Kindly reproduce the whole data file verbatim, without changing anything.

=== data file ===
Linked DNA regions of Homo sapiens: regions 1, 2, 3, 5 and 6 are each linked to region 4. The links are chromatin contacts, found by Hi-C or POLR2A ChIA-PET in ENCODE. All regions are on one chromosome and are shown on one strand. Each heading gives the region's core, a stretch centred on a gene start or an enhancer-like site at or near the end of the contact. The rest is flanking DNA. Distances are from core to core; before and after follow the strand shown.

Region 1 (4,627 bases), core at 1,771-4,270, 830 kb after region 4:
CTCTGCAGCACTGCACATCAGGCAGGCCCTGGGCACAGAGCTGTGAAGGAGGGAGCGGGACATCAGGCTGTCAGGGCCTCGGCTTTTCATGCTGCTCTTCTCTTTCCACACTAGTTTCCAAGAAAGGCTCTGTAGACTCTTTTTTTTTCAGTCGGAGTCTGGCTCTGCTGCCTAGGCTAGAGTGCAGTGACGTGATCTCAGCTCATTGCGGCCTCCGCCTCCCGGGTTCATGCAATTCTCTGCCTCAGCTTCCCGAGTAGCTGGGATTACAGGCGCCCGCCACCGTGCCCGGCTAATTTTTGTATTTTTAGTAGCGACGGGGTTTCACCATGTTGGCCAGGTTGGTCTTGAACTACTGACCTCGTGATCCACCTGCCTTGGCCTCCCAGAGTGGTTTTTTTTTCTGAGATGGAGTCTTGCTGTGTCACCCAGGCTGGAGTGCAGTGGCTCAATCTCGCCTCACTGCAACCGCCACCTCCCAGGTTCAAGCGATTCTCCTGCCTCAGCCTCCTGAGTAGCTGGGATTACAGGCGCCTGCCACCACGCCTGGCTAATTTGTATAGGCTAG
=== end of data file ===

Linked DNA regions of Homo sapiens: regions 1, 2, 3, 5 and 6 are each linked to region 4. The links are chromatin contacts, found by Hi-C or POLR2A ChIA-PET in ENCODE. All regions are on one chromosome and are shown on one strand. Each heading gives the region's core, a stretch centred on a gene start or an enhancer-like site at or near the end of the contact. The rest is flanking DNA. Distances are from core to core; before and after follow the strand shown.

Region 1 (4,627 bases), core at 1,771-4,270, 830 kb after region 4:
CTCTGCAGCACTGCACATCAGGCAGGCCCTGGGCACAGAGCTGTGAAGGAGGGAGCGGGACATCAGGCTGTCAGGGCCTCGGCTTTTCATGCTGCTCTTCTCTTTCCACACTAGTTTCCAAGAAAGGCTCTGTAGACTCTTTTTTTTTCAGTCGGAGTCTGGCTCTGCTGCCTAGGCTAGAGTGCAGTGACGTGATCTCAGCTCATTGCGGCCTCCGCCTCCCGGGTTCATGCAATTCTCTGCCTCAGCTTCCCGAGTAGCTGGGATTACAGGCGCCCGCCACCGTGCCCGGCTAATTTTTGTATTTTTAGTAGCGACGGGGTTTCACCATGTTGGCCAGGTTGGTCTTGAACTACTGACCTCGTGATCCACCTGCCTTGGCCTCCCAGAGTGGTTTTTTTTTCTGAGATGGAGTCTTGCTGTGTCACCCAGGCTGGAGTGCAGTGGCTCAATCTCGCCTCACTGCAACCGCCACCTCCCAGGTTCAAGCGATTCTCCTGCCTCAGCCTCCTGAGTAGCTGGGATTACAGGCGCCTGCCACCACGCCTGGCTAATTTGTATAGGCTAG